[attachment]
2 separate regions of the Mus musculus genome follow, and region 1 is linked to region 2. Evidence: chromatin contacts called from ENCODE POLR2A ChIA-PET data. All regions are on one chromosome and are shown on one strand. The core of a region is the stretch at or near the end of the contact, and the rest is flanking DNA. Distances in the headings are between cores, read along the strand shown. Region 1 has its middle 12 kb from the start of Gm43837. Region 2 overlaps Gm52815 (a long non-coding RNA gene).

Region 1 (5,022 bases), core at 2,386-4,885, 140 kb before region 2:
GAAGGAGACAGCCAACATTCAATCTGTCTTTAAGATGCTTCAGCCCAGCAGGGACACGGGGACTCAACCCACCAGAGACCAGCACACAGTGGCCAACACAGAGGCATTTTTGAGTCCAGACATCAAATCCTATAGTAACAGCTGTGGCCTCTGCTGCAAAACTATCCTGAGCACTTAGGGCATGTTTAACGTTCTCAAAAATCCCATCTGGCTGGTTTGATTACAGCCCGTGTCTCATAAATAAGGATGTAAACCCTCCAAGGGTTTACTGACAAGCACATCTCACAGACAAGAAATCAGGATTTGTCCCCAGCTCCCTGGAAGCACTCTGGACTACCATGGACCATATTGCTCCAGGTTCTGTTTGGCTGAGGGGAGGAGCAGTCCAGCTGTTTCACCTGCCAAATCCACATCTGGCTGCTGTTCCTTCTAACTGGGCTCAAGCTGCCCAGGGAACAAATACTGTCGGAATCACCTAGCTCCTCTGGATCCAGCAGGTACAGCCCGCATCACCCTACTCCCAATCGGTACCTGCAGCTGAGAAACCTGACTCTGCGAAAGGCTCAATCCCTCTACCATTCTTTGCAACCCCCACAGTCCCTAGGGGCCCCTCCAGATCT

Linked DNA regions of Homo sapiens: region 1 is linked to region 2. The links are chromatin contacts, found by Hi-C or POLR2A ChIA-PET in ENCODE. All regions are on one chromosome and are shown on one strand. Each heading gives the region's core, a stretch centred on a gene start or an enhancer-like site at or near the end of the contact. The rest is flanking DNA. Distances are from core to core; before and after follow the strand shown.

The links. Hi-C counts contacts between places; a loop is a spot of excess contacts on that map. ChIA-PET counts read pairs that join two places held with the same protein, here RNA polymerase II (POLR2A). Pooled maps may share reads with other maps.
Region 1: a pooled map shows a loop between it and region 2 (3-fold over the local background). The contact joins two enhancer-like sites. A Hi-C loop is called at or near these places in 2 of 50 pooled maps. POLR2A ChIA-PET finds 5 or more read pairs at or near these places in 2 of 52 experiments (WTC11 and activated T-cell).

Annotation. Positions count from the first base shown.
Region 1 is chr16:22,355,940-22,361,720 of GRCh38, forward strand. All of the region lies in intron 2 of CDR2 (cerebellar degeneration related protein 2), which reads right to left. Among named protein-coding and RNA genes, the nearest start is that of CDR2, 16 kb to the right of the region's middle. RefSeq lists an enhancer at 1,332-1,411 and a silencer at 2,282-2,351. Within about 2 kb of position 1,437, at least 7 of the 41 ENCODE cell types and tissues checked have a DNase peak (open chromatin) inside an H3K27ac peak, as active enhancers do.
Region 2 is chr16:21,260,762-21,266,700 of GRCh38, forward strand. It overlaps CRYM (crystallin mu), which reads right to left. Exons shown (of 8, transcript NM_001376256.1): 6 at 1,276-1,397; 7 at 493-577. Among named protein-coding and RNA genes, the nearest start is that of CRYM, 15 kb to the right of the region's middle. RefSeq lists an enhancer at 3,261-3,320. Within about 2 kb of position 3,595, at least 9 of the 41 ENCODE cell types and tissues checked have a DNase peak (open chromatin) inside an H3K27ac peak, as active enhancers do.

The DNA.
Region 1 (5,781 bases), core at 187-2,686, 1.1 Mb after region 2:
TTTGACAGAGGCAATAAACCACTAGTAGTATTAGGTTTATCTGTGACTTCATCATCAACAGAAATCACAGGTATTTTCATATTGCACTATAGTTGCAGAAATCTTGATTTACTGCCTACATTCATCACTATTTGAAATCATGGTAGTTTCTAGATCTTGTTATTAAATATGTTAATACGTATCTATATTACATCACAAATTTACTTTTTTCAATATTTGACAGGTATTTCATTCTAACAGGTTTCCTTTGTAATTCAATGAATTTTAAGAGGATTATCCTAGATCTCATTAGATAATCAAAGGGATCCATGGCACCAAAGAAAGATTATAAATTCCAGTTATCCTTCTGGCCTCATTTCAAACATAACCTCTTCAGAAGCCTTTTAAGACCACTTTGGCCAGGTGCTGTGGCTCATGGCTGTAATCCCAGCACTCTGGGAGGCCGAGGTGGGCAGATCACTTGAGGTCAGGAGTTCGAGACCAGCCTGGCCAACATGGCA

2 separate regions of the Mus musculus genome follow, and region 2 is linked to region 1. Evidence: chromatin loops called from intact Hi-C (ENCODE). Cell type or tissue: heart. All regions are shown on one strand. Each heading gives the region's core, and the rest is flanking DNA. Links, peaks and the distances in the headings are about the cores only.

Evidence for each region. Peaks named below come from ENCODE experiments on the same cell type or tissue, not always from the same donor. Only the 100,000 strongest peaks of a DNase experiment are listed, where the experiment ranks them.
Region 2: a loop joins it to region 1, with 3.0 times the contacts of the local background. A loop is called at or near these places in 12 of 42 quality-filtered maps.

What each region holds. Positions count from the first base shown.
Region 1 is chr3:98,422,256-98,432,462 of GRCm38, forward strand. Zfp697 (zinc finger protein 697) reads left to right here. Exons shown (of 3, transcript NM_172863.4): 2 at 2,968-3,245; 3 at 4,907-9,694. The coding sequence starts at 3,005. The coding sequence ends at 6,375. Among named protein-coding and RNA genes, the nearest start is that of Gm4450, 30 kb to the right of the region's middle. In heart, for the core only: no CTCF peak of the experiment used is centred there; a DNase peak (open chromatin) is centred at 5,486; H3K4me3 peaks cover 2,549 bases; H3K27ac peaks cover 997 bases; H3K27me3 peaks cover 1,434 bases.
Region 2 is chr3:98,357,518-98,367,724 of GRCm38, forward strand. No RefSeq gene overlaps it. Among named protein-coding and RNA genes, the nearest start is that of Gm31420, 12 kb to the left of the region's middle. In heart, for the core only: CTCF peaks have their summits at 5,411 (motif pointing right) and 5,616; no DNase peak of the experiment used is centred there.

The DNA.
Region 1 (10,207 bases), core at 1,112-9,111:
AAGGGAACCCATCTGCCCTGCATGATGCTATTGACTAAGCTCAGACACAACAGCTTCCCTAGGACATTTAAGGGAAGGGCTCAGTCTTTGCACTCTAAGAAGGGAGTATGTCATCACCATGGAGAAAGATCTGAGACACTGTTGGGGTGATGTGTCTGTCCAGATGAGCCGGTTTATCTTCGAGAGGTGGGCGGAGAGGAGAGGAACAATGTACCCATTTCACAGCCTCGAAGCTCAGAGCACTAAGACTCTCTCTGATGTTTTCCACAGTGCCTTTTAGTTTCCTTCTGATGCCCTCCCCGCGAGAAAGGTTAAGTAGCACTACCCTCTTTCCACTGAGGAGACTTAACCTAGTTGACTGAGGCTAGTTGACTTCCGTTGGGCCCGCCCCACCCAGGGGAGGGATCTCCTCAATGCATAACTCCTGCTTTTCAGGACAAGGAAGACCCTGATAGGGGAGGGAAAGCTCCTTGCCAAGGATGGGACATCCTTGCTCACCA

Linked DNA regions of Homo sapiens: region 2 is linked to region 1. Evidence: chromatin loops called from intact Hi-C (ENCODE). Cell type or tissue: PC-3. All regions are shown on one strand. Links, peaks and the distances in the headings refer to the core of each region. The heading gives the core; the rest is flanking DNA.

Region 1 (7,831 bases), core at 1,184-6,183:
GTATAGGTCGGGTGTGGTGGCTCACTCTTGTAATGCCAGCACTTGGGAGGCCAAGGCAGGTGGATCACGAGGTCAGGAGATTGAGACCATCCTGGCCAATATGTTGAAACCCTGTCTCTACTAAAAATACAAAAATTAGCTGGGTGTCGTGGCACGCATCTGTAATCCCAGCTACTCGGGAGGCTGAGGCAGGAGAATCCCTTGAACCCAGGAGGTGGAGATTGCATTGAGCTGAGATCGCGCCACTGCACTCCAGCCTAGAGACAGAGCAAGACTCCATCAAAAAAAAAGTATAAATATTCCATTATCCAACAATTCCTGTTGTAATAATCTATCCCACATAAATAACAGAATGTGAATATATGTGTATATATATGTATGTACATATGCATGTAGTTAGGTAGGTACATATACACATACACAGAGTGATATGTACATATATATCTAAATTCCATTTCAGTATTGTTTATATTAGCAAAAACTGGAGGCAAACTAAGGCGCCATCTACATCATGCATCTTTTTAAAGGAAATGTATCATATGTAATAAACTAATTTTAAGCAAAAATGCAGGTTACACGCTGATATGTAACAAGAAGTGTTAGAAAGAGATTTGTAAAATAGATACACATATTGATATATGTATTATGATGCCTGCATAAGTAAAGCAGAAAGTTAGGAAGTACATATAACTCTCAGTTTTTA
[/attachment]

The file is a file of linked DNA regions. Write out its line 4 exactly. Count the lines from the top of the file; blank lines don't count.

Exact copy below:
Linked DNA regions of Homo sapiens: region 1 is linked to region 2. The links are chromatin contacts, found by Hi-C or POLR2A ChIA-PET in ENCODE. All regions are on one chromosome and are shown on one strand. Each heading gives the region's core, a stretch centred on a gene start or an enhancer-like site at or near the end of the contact. The rest is flanking DNA. Distances are from core to core; before and after follow the strand shown.